I caught myself doing something that makes me nuts when it's done to me - the fifteen second reading indulgence. I had followed a link to a column that former litigator Glenn Greenwald writes for Salon.com
. The topic, mentioned in an email news list, that caught my attention was a critique of a reporter's coverage of John McCain, but I accidentally stumbled onto an earlier post about the unintended consequential results of hate speech laws
. The topic caught my attention - I think that there are probably enough laws to cover pretty much anything that one person might do to another, and that legislating intent and thought is both dangerous and more than a little useless.
I finished reading, nodded to myself, and then was ready to head off elsewhere and suddenly knew that even though I just read two pieces back-to-back from the same author that seemed solid, I had no intention of checking back in the future for further posts. There is something more than a little peculiar about how many of us approach the world as readers, these days. We see something of value, but it is as though these items appear out of nowhere, have no connection to any one person, and certainly could not be evidence that more of the same might be found there. It's as though much of humanity had become thoughtless intellectual cattle, roaming about, grazing here and there, but never drawing any conclusions as to the best places to munch based on experience.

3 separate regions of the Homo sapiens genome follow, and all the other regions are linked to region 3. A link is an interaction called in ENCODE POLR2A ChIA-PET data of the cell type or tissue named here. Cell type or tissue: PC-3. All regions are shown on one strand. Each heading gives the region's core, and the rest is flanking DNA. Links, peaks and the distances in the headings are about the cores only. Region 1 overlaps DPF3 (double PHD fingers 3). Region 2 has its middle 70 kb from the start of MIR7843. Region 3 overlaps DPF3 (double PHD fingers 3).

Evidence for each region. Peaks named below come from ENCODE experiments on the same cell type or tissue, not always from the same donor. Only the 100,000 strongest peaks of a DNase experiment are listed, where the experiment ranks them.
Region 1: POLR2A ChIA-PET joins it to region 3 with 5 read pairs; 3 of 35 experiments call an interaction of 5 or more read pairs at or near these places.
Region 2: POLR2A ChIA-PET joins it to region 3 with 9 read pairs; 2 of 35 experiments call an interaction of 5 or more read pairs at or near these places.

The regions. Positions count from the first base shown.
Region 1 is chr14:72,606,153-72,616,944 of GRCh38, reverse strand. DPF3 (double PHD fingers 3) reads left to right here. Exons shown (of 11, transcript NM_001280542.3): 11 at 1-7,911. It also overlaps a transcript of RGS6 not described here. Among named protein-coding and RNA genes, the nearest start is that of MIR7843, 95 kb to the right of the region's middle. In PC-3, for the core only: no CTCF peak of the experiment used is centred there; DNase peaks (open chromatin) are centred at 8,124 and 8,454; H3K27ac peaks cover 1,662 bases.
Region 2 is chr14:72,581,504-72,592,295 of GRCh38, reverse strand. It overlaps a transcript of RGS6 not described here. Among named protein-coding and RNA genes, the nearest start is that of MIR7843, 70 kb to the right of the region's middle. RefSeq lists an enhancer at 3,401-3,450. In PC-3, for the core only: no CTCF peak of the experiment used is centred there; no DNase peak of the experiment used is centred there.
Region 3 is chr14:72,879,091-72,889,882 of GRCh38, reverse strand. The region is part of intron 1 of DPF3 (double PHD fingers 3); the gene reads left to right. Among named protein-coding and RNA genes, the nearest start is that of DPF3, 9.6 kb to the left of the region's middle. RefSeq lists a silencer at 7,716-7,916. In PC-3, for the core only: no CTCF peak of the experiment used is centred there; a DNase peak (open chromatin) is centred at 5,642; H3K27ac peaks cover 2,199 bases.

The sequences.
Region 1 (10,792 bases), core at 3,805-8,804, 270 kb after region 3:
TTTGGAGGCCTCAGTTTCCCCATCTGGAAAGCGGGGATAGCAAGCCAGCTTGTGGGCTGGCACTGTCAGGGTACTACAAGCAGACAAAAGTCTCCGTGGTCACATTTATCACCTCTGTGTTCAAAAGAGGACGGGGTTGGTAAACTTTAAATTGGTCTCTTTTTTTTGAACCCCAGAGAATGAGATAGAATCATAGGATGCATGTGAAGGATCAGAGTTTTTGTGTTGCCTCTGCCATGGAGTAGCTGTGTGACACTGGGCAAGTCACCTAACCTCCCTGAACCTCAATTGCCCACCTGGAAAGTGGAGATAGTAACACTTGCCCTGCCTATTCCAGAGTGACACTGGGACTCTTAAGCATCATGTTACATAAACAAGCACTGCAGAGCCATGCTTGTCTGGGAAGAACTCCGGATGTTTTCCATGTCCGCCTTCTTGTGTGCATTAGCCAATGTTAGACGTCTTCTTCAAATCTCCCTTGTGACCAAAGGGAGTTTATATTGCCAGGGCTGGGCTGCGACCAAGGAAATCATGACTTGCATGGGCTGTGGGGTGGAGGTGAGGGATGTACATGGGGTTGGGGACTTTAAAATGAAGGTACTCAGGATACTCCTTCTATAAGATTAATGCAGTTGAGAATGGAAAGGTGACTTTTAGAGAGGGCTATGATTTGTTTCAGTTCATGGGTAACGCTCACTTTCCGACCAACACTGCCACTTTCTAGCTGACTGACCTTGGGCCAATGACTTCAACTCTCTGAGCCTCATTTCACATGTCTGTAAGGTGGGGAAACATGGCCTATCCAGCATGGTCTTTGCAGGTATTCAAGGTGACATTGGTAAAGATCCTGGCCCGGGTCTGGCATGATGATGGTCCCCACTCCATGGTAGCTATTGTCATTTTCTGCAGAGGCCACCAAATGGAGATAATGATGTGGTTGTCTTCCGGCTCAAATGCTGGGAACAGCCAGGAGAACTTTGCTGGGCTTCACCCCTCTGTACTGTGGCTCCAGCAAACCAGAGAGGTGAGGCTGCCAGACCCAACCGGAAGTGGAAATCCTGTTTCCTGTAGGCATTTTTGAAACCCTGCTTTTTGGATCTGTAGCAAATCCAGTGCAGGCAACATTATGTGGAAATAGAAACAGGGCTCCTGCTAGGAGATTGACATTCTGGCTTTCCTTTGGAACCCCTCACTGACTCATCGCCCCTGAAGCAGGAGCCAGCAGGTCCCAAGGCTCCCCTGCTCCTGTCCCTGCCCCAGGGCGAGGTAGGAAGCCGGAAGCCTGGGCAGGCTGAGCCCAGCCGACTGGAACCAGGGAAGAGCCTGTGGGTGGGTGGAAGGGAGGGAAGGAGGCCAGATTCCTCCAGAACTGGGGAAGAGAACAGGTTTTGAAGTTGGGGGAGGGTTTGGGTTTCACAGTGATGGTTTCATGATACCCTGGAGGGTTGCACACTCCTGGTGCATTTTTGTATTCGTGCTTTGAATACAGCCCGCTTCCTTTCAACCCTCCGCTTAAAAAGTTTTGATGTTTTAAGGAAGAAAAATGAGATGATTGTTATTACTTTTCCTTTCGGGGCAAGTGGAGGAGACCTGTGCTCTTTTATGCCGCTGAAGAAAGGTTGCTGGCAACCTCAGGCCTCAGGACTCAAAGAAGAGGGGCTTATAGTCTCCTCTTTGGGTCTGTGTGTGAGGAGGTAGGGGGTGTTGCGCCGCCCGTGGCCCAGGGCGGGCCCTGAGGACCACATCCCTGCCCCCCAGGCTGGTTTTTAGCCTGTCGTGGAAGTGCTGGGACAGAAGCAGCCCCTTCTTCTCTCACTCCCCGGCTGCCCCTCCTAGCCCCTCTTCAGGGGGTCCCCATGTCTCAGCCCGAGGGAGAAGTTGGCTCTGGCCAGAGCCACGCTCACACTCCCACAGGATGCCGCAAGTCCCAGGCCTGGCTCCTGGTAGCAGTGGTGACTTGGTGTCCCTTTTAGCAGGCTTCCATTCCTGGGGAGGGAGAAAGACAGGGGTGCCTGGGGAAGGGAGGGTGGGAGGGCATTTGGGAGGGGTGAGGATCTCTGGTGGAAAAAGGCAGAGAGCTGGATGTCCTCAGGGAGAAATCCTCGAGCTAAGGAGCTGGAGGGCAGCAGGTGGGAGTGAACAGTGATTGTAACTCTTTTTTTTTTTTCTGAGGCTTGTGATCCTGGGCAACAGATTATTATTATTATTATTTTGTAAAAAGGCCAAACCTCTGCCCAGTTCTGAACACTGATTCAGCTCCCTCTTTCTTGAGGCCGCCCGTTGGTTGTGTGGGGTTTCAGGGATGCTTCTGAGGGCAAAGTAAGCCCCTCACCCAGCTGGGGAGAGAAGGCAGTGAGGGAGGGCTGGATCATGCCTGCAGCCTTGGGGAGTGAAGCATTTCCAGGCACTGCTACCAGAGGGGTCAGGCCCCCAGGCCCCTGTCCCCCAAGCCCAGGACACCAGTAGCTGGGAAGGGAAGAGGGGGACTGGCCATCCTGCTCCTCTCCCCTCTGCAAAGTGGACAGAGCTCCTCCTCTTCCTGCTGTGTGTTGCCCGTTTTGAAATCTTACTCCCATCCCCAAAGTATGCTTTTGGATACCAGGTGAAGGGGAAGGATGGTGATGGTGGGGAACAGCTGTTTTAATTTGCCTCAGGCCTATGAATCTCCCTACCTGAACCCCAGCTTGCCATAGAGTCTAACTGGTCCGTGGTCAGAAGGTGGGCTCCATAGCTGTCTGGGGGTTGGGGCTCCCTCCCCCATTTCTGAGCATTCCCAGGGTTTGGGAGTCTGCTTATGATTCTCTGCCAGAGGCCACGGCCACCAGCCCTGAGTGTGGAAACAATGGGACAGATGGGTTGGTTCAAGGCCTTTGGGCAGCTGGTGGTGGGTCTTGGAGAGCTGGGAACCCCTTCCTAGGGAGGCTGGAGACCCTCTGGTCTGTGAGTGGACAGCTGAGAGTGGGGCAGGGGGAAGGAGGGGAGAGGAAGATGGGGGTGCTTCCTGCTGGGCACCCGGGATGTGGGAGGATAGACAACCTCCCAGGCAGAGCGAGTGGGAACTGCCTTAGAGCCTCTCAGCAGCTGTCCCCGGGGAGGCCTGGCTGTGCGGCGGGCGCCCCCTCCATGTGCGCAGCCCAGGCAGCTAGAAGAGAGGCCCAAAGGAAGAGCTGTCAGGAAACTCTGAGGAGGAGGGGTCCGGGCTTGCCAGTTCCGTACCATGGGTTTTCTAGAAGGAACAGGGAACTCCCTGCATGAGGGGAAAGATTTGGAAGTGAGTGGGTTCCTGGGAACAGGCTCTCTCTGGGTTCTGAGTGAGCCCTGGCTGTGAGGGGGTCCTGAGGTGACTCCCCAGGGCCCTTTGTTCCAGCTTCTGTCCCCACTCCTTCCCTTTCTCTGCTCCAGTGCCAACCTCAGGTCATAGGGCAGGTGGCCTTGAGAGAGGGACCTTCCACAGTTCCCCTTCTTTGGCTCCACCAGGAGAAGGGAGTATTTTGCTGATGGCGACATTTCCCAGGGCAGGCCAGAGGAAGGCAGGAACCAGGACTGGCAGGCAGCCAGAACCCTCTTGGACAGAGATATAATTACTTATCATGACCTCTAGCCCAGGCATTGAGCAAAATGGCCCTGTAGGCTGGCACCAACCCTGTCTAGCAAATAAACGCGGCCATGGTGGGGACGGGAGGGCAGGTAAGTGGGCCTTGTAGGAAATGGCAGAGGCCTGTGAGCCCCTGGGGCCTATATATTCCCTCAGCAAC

I'm sure people do bookmark spots, I do at times, but perhaps there is just too much out there and trying to keep up with it all has become more burden than freedom. Or maybe there is just so much out there that some of us are sitting tightly in a pool of serendipity, figuring that the interesting things will show up eventually. But I'm wondering how much of value I miss because I don't follow up - even for the few sites where I have a paid subscription.
Labels: Internet, online, reading, web, writing